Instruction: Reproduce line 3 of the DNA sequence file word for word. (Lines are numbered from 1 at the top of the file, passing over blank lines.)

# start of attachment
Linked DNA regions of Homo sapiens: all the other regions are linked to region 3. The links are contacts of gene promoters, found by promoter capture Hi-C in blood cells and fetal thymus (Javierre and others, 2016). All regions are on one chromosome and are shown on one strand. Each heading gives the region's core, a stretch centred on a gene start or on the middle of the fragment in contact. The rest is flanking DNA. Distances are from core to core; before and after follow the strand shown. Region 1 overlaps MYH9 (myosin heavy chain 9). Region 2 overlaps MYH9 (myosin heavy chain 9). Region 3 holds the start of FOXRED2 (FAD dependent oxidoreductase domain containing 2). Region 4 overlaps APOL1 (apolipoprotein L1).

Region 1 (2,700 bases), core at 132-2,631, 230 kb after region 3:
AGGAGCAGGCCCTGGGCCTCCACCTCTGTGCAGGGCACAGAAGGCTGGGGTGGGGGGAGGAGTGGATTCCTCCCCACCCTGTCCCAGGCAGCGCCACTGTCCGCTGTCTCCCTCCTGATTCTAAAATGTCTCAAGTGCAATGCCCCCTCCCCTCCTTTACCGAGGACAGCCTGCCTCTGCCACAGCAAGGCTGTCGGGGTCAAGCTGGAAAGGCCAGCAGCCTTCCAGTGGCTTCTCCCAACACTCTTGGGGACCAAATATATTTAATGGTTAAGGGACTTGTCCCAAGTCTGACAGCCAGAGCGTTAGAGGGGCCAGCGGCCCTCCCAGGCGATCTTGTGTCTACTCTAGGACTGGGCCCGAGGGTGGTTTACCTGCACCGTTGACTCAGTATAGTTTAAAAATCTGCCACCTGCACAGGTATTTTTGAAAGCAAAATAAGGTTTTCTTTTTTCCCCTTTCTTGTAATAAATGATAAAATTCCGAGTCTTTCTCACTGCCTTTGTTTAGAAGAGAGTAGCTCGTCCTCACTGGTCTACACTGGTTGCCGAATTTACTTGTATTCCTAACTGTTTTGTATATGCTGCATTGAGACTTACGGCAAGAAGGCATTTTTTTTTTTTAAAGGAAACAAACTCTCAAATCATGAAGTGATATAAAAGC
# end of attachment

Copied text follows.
AGGAGCAGGCCCTGGGCCTCCACCTCTGTGCAGGGCACAGAAGGCTGGGGTGGGGGGAGGAGTGGATTCCTCCCCACCCTGTCCCAGGCAGCGCCACTGTCCGCTGTCTCCCTCCTGATTCTAAAATGTCTCAAGTGCAATGCCCCCTCCCCTCCTTTACCGAGGACAGCCTGCCTCTGCCACAGCAAGGCTGTCGGGGTCAAGCTGGAAAGGCCAGCAGCCTTCCAGTGGCTTCTCCCAACACTCTTGGGGACCAAATATATTTAATGGTTAAGGGACTTGTCCCAAGTCTGACAGCCAGAGCGTTAGAGGGGCCAGCGGCCCTCCCAGGCGATCTTGTGTCTACTCTAGGACTGGGCCCGAGGGTGGTTTACCTGCACCGTTGACTCAGTATAGTTTAAAAATCTGCCACCTGCACAGGTATTTTTGAAAGCAAAATAAGGTTTTCTTTTTTCCCCTTTCTTGTAATAAATGATAAAATTCCGAGTCTTTCTCACTGCCTTTGTTTAGAAGAGAGTAGCTCGTCCTCACTGGTCTACACTGGTTGCCGAATTTACTTGTATTCCTAACTGTTTTGTATATGCTGCATTGAGACTTACGGCAAGAAGGCATTTTTTTTTTTTAAAGGAAACAAACTCTCAAATCATGAAGTGATATAAAAGC